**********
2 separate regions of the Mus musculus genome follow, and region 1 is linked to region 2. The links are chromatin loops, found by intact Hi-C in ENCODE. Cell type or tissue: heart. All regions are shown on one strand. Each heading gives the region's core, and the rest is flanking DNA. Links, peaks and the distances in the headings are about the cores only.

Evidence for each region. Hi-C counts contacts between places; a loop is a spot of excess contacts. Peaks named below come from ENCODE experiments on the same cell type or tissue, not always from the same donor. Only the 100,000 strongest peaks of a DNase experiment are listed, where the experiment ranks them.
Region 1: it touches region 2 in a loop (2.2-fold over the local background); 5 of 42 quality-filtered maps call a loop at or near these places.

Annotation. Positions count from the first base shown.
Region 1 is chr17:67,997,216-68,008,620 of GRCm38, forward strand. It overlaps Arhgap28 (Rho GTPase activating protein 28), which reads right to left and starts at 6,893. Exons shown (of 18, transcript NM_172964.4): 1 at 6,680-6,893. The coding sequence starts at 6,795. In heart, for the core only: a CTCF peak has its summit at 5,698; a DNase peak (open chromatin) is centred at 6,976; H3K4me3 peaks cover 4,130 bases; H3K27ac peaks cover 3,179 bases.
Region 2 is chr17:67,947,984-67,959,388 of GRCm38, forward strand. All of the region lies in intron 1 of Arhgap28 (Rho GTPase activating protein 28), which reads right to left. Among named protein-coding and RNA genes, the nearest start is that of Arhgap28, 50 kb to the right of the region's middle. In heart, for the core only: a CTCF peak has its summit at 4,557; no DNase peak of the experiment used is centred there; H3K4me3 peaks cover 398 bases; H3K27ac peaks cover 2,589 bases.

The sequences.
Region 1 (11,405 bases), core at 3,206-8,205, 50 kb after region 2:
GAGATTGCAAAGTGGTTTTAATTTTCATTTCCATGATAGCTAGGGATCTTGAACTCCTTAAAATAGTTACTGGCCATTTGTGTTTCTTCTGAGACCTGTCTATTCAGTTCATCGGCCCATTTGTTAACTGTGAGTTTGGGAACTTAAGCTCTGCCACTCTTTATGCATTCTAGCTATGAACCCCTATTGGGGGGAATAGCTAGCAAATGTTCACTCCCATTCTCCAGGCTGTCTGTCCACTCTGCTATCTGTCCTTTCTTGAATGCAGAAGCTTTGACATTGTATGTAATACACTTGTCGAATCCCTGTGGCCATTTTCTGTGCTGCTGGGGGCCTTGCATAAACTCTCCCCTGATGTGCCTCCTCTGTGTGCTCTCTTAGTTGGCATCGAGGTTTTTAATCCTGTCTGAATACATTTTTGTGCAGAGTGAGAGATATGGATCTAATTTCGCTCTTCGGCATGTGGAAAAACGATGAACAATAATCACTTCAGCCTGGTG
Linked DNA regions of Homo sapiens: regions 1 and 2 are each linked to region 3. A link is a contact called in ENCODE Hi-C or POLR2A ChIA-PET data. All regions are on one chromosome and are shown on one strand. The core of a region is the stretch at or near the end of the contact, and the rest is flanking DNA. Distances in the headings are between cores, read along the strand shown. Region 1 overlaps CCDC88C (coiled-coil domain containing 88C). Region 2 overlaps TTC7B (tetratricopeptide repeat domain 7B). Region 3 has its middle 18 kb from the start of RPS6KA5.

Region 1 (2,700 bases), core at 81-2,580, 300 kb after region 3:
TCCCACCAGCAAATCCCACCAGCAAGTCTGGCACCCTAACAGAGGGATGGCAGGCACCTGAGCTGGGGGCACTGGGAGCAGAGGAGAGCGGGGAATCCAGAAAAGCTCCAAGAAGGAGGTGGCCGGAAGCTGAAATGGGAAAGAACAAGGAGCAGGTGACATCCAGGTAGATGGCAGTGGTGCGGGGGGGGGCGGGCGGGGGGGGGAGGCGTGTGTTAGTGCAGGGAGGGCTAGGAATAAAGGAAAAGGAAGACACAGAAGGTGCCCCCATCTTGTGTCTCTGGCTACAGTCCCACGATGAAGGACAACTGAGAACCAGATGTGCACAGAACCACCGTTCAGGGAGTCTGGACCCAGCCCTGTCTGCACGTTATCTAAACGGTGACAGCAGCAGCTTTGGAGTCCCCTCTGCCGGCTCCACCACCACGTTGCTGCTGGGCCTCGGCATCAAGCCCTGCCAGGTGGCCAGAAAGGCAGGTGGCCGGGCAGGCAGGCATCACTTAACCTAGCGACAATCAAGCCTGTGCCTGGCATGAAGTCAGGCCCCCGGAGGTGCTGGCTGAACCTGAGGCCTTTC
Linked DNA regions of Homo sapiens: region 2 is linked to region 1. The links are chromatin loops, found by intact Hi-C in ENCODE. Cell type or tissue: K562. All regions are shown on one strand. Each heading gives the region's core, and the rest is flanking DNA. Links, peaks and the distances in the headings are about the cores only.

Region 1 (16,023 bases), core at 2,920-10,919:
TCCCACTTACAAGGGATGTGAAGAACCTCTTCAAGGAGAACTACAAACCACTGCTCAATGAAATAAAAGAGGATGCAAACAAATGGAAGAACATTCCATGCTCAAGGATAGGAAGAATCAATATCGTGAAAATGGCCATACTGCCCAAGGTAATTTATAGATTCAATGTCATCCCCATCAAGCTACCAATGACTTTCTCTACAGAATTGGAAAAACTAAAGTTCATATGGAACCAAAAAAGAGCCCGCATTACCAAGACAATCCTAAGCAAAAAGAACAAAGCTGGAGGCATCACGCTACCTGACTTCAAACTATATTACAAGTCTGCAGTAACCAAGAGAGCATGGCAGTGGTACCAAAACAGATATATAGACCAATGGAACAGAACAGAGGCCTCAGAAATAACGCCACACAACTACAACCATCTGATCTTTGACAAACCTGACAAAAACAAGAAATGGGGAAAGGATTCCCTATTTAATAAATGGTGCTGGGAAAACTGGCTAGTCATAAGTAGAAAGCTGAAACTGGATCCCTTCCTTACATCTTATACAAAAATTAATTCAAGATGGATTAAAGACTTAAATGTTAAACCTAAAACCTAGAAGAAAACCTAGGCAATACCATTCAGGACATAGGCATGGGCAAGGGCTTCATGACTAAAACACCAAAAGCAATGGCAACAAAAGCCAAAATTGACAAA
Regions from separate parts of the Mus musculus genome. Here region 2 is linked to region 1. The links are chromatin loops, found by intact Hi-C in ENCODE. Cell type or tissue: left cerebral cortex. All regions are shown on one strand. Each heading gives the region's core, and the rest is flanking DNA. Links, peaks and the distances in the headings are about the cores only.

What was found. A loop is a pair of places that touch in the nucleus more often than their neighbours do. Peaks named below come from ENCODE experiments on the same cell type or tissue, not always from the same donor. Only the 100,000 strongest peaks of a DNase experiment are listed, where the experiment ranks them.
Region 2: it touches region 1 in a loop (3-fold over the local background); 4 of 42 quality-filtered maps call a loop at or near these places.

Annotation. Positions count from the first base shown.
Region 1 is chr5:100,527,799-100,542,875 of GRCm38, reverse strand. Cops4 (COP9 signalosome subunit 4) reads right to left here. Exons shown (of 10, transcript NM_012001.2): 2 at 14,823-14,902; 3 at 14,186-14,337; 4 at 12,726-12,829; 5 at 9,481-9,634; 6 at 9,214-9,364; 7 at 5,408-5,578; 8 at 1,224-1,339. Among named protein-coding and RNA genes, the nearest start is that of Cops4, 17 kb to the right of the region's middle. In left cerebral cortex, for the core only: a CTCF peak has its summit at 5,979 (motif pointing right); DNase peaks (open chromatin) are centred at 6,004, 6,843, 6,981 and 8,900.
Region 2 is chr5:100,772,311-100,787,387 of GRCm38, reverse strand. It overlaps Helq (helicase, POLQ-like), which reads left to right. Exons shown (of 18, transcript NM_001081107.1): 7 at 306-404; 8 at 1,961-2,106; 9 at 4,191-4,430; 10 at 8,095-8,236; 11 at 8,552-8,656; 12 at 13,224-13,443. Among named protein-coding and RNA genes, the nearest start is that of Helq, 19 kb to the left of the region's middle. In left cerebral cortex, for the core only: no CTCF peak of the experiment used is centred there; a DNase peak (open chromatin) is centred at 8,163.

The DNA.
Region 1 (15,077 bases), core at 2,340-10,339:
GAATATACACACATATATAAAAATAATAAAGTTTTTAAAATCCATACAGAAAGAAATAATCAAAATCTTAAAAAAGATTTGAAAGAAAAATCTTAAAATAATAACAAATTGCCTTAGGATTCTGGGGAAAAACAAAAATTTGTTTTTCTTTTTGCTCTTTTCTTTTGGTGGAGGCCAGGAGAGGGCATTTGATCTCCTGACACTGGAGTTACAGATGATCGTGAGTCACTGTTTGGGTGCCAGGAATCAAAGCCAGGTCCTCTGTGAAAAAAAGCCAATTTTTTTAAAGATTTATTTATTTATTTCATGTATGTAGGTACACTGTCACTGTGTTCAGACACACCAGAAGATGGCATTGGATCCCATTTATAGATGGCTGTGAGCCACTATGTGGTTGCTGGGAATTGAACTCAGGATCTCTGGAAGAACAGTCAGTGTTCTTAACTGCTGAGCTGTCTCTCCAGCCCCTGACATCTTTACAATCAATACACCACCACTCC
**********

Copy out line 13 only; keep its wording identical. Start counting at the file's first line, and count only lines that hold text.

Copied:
Linked DNA regions of Homo sapiens: region 2 is linked to region 1. The links are chromatin loops, found by intact Hi-C in ENCODE. Cell type or tissue: K562. All regions are shown on one strand. Each heading gives the region's core, and the rest is flanking DNA. Links, peaks and the distances in the headings are about the cores only.